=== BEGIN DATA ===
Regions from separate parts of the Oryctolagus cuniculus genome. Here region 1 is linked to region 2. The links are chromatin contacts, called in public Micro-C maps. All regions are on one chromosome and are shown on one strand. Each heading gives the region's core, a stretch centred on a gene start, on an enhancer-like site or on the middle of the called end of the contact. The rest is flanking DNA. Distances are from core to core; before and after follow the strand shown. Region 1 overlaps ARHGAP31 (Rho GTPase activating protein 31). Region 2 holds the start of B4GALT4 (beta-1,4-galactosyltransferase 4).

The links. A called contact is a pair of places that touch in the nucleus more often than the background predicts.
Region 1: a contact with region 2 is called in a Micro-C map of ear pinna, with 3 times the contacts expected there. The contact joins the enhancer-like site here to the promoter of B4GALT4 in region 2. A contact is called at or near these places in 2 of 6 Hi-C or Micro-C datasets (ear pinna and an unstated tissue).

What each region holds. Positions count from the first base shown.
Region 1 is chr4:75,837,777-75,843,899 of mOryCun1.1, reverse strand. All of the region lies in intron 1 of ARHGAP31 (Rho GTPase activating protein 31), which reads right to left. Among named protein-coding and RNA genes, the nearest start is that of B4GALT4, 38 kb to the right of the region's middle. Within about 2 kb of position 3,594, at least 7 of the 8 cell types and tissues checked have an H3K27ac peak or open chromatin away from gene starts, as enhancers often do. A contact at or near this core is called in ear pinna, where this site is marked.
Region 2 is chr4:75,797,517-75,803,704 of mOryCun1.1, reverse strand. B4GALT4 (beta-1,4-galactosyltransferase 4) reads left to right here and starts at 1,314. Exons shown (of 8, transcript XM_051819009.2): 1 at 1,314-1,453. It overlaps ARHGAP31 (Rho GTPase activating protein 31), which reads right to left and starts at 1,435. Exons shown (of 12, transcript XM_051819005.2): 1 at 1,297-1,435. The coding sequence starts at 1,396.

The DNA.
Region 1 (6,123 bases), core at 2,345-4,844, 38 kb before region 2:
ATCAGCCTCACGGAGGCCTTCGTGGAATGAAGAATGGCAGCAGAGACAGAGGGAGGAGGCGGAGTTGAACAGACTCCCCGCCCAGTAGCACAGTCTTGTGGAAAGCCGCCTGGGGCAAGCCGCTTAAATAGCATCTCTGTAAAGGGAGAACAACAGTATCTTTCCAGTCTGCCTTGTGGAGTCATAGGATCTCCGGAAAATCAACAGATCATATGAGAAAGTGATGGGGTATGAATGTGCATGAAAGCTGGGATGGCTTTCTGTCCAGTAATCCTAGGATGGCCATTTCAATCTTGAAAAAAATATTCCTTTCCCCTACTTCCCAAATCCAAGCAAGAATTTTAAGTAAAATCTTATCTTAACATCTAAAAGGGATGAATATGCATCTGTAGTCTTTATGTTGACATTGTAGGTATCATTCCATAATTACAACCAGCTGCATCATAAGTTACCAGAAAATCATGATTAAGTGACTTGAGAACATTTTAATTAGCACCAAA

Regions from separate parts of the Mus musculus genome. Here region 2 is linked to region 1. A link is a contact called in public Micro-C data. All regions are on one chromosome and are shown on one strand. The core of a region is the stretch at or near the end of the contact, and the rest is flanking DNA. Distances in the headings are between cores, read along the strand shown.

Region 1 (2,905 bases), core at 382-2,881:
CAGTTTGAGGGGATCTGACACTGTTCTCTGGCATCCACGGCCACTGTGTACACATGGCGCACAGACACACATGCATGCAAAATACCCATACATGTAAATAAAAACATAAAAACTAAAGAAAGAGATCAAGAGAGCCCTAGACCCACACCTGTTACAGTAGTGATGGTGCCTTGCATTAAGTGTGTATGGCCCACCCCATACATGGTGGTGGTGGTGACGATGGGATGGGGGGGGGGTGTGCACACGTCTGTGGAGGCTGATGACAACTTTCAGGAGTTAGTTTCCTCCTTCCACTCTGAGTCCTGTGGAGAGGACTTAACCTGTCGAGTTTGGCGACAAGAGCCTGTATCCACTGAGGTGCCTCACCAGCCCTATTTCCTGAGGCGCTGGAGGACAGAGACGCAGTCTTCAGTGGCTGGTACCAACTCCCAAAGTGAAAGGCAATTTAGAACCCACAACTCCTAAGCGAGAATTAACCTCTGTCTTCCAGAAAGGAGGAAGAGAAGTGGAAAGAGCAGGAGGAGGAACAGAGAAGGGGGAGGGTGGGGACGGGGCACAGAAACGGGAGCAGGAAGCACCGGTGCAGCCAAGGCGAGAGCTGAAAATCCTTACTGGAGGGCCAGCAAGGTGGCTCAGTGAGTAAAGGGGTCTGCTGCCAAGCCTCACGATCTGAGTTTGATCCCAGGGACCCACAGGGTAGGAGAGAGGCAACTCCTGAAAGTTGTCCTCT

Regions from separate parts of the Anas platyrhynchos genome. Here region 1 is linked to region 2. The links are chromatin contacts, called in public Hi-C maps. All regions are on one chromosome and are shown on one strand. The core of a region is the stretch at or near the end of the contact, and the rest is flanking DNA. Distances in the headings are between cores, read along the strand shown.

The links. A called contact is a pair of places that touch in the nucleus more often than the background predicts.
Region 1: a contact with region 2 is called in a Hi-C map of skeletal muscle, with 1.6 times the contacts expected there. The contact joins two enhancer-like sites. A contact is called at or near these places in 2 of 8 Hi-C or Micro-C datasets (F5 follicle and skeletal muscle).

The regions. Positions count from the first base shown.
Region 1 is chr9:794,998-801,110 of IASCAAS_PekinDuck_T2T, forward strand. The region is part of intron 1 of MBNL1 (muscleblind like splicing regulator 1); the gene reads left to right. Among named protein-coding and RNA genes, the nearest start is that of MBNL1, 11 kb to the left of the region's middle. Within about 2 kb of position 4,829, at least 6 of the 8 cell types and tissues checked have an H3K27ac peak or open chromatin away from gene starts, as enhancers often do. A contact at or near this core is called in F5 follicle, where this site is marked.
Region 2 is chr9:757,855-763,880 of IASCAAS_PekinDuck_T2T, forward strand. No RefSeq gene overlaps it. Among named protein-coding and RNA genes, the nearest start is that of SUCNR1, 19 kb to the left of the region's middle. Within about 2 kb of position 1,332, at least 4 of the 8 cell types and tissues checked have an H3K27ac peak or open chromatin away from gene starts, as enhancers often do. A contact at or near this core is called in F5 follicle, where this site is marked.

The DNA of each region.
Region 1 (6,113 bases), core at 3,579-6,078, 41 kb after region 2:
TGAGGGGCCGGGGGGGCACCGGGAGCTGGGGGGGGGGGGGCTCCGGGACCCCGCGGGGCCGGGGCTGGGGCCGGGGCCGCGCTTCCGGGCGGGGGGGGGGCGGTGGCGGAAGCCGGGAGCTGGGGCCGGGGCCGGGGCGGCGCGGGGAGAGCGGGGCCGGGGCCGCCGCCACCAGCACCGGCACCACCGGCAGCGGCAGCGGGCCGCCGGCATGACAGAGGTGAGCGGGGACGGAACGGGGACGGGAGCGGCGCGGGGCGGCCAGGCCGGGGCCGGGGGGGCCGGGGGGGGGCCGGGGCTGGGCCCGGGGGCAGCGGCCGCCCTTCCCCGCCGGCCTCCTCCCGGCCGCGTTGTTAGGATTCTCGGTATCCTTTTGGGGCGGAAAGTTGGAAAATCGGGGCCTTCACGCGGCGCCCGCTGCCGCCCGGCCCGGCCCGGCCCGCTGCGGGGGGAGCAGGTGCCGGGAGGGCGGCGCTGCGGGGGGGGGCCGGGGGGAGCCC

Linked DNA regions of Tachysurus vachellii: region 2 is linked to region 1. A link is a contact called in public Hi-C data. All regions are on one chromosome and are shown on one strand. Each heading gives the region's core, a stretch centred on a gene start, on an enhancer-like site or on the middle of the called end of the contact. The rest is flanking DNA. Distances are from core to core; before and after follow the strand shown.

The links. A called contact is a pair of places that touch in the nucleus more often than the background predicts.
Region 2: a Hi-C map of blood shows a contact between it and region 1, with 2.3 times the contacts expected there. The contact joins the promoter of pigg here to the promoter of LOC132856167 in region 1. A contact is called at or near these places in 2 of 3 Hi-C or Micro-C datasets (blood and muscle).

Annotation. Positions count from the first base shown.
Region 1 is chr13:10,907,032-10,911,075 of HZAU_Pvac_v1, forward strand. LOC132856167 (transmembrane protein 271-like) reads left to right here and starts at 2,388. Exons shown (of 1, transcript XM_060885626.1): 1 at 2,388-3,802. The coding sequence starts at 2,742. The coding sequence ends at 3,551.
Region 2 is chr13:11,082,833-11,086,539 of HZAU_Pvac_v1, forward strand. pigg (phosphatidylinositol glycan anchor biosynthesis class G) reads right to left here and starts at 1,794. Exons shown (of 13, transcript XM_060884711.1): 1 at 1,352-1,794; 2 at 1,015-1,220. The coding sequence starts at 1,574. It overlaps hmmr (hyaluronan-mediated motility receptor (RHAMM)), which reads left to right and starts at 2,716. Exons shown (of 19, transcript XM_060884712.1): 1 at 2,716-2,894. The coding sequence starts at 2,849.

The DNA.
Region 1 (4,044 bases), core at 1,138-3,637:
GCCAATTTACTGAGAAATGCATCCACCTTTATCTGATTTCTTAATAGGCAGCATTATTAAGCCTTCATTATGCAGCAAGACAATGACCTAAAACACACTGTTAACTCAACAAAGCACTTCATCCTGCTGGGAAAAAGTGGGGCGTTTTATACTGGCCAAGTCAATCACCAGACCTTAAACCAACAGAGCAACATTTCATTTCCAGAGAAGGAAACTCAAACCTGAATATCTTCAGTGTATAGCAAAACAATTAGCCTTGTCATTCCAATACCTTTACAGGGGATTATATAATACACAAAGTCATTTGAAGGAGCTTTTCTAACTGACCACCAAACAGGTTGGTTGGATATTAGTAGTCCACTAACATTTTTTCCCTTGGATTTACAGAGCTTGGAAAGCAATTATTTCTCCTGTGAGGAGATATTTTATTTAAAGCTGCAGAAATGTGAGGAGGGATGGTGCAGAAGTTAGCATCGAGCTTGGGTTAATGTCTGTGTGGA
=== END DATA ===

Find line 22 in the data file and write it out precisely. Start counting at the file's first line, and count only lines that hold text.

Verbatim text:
Linked DNA regions of Tachysurus vachellii: region 2 is linked to region 1. A link is a contact called in public Hi-C data. All regions are on one chromosome and are shown on one strand. Each heading gives the region's core, a stretch centred on a gene start, on an enhancer-like site or on the middle of the called end of the contact. The rest is flanking DNA. Distances are from core to core; before and after follow the strand shown.